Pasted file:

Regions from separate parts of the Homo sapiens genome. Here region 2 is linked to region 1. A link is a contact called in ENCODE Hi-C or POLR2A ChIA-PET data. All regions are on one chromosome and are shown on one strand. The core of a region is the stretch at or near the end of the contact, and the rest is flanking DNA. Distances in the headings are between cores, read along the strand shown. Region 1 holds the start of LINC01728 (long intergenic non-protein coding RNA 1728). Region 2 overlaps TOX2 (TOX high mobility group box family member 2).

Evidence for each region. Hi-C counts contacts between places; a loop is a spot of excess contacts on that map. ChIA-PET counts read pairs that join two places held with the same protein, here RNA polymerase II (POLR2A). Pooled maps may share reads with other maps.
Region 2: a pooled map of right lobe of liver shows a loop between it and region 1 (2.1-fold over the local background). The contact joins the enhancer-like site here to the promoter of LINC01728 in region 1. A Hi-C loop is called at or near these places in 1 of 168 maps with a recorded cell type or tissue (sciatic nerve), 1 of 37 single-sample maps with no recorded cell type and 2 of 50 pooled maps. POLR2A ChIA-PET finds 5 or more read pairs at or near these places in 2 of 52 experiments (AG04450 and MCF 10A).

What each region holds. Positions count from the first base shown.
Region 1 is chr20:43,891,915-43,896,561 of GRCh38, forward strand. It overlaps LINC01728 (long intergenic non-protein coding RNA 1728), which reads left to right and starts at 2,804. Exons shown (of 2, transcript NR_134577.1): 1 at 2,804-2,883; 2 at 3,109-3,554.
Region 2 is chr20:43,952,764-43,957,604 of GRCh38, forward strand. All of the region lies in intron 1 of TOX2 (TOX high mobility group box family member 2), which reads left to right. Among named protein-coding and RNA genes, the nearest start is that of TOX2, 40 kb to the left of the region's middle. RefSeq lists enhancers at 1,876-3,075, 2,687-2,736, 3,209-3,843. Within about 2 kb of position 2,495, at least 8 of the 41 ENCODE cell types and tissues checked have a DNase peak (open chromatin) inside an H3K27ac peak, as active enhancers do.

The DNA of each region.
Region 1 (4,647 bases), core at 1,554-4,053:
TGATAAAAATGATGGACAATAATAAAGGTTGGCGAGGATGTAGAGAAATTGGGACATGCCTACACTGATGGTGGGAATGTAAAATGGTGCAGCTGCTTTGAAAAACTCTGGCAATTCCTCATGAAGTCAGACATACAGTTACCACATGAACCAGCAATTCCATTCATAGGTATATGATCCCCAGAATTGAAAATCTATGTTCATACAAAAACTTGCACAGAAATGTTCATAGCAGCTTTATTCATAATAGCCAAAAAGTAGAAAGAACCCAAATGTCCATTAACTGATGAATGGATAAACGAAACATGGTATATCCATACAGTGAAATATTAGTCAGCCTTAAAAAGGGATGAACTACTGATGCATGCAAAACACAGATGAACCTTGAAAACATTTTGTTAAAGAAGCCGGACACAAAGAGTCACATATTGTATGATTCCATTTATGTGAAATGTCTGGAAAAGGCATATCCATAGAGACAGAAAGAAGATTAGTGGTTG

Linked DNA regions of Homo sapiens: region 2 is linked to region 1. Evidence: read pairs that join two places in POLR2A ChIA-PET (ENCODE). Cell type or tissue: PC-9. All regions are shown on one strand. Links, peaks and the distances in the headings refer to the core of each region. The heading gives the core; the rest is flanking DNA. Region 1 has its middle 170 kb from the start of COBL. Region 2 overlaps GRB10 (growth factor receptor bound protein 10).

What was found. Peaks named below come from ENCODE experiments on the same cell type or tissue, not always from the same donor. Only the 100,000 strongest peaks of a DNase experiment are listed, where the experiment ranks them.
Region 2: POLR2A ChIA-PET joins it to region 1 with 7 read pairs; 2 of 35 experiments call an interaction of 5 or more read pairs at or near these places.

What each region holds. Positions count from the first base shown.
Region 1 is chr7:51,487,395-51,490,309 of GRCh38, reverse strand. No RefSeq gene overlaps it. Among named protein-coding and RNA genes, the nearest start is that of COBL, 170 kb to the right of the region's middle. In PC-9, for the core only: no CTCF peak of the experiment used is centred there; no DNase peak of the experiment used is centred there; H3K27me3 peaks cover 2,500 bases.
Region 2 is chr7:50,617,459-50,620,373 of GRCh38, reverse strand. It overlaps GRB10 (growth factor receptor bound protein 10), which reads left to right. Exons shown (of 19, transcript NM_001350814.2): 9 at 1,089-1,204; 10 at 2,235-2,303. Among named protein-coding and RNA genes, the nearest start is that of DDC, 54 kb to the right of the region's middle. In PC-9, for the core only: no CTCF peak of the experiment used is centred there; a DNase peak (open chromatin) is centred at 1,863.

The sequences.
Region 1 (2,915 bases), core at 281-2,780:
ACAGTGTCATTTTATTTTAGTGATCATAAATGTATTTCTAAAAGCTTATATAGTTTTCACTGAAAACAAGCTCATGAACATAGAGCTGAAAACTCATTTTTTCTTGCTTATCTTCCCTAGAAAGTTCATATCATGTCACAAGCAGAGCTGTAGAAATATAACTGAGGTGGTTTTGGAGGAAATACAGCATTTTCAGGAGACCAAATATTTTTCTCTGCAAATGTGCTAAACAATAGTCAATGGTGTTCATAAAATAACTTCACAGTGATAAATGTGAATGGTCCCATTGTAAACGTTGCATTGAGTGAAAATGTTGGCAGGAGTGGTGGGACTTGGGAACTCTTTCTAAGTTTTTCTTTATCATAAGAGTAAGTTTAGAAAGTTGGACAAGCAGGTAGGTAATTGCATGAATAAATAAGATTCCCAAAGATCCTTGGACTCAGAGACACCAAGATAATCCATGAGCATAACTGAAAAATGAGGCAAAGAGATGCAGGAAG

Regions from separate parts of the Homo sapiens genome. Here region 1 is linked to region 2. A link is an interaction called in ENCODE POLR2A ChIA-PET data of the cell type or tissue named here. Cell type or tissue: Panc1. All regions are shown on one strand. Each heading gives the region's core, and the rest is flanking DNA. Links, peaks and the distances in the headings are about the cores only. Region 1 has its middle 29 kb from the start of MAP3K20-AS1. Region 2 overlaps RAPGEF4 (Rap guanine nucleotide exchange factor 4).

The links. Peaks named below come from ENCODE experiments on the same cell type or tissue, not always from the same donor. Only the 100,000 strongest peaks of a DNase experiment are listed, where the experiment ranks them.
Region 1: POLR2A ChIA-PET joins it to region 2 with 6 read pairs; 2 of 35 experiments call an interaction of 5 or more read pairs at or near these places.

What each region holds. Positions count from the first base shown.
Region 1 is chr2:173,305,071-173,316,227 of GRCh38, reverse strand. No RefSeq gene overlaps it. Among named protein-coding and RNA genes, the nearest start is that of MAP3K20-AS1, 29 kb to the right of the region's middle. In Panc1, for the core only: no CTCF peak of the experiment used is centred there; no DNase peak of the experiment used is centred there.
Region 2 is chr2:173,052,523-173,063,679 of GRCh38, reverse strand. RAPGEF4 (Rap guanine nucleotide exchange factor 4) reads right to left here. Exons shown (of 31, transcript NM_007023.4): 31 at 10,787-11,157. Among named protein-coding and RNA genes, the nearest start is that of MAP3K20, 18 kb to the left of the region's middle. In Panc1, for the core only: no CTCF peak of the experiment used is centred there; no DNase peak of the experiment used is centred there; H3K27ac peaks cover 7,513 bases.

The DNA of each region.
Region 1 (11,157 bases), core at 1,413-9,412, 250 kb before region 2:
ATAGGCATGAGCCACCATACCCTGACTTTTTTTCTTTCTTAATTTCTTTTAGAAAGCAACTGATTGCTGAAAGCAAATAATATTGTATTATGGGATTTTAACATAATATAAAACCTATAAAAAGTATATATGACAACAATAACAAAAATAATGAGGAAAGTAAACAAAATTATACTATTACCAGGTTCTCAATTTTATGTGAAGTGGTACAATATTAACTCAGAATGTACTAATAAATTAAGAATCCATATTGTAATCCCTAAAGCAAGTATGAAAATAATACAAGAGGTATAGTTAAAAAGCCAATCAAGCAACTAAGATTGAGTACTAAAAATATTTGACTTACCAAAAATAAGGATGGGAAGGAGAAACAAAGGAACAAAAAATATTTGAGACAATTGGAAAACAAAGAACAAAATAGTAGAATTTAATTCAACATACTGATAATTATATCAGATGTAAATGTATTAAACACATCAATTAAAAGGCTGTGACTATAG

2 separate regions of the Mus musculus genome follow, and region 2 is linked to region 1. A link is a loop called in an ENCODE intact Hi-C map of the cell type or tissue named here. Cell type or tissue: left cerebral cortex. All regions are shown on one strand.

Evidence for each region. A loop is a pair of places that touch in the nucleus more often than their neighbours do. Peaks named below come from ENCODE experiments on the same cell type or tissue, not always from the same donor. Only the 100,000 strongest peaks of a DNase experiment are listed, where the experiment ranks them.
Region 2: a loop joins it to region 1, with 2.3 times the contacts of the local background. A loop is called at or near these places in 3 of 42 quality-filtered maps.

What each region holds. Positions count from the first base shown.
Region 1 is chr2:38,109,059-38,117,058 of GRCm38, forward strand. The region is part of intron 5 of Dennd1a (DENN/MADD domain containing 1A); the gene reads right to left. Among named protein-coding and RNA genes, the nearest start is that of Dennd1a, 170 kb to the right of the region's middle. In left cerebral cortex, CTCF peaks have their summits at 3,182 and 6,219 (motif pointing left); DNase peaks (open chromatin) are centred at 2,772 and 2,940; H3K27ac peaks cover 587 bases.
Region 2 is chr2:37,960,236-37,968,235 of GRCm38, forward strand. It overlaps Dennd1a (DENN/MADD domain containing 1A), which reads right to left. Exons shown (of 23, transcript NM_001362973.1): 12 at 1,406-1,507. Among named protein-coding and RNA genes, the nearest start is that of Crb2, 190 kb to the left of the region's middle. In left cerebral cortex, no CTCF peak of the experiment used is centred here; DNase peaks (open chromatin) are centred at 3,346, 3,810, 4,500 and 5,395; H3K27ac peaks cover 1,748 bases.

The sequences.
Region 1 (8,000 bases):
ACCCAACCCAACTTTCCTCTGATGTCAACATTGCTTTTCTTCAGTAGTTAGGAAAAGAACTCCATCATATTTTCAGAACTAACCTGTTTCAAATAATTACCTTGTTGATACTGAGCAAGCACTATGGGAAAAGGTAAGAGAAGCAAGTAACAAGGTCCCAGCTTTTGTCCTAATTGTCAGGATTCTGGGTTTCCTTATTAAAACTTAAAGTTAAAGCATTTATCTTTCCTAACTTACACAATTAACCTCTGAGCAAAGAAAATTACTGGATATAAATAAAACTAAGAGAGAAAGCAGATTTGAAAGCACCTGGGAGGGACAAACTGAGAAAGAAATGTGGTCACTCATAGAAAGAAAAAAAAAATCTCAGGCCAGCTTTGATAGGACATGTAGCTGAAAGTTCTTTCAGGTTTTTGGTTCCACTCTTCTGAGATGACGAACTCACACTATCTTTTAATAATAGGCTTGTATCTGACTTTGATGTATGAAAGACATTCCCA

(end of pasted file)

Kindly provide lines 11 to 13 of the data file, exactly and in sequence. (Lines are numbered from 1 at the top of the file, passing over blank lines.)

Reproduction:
What was found. Peaks named below come from ENCODE experiments on the same cell type or tissue, not always from the same donor. Only the 100,000 strongest peaks of a DNase experiment are listed, where the experiment ranks them.
Region 2: POLR2A ChIA-PET joins it to region 1 with 7 read pairs; 2 of 35 experiments call an interaction of 5 or more read pairs at or near these places.

What each region holds. Positions count from the first base shown.